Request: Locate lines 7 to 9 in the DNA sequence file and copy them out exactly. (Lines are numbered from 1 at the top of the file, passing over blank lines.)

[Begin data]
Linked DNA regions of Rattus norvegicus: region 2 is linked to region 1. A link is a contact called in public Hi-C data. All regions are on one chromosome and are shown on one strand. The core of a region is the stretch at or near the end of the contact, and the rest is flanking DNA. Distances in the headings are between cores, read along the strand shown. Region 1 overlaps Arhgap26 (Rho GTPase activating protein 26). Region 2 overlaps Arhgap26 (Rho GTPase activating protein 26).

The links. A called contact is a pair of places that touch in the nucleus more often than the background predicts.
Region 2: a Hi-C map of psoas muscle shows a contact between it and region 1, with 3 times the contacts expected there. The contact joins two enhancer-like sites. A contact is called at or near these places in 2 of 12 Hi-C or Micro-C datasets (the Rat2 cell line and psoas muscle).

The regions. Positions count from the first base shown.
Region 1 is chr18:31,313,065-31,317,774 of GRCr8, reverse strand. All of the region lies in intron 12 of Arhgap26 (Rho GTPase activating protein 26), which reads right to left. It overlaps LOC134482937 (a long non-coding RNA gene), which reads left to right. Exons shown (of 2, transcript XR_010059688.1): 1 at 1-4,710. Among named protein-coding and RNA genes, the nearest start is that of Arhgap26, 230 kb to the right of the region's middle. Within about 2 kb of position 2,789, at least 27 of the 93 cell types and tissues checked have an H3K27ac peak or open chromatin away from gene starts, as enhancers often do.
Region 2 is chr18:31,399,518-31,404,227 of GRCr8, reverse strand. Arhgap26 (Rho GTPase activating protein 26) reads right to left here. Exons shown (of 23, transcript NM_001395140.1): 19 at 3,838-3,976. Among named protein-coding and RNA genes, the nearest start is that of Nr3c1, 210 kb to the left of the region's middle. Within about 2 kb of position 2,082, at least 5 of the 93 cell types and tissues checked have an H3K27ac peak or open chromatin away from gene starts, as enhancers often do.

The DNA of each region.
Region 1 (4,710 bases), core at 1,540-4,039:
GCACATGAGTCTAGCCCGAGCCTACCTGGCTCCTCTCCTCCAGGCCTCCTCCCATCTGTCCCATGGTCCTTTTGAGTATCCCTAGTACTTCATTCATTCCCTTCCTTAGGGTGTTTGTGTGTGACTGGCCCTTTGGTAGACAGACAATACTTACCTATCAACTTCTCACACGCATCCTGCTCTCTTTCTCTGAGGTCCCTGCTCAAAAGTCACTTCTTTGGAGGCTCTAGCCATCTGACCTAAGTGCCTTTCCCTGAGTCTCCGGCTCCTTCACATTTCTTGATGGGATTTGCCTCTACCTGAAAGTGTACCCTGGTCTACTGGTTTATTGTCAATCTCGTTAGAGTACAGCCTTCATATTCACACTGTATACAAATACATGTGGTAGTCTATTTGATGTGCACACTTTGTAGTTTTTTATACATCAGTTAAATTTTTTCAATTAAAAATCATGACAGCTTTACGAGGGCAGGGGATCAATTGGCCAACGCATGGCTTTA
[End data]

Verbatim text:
The DNA of each region.
Region 1 (4,710 bases), core at 1,540-4,039:
GCACATGAGTCTAGCCCGAGCCTACCTGGCTCCTCTCCTCCAGGCCTCCTCCCATCTGTCCCATGGTCCTTTTGAGTATCCCTAGTACTTCATTCATTCCCTTCCTTAGGGTGTTTGTGTGTGACTGGCCCTTTGGTAGACAGACAATACTTACCTATCAACTTCTCACACGCATCCTGCTCTCTTTCTCTGAGGTCCCTGCTCAAAAGTCACTTCTTTGGAGGCTCTAGCCATCTGACCTAAGTGCCTTTCCCTGAGTCTCCGGCTCCTTCACATTTCTTGATGGGATTTGCCTCTACCTGAAAGTGTACCCTGGTCTACTGGTTTATTGTCAATCTCGTTAGAGTACAGCCTTCATATTCACACTGTATACAAATACATGTGGTAGTCTATTTGATGTGCACACTTTGTAGTTTTTTATACATCAGTTAAATTTTTTCAATTAAAAATCATGACAGCTTTACGAGGGCAGGGGATCAATTGGCCAACGCATGGCTTTA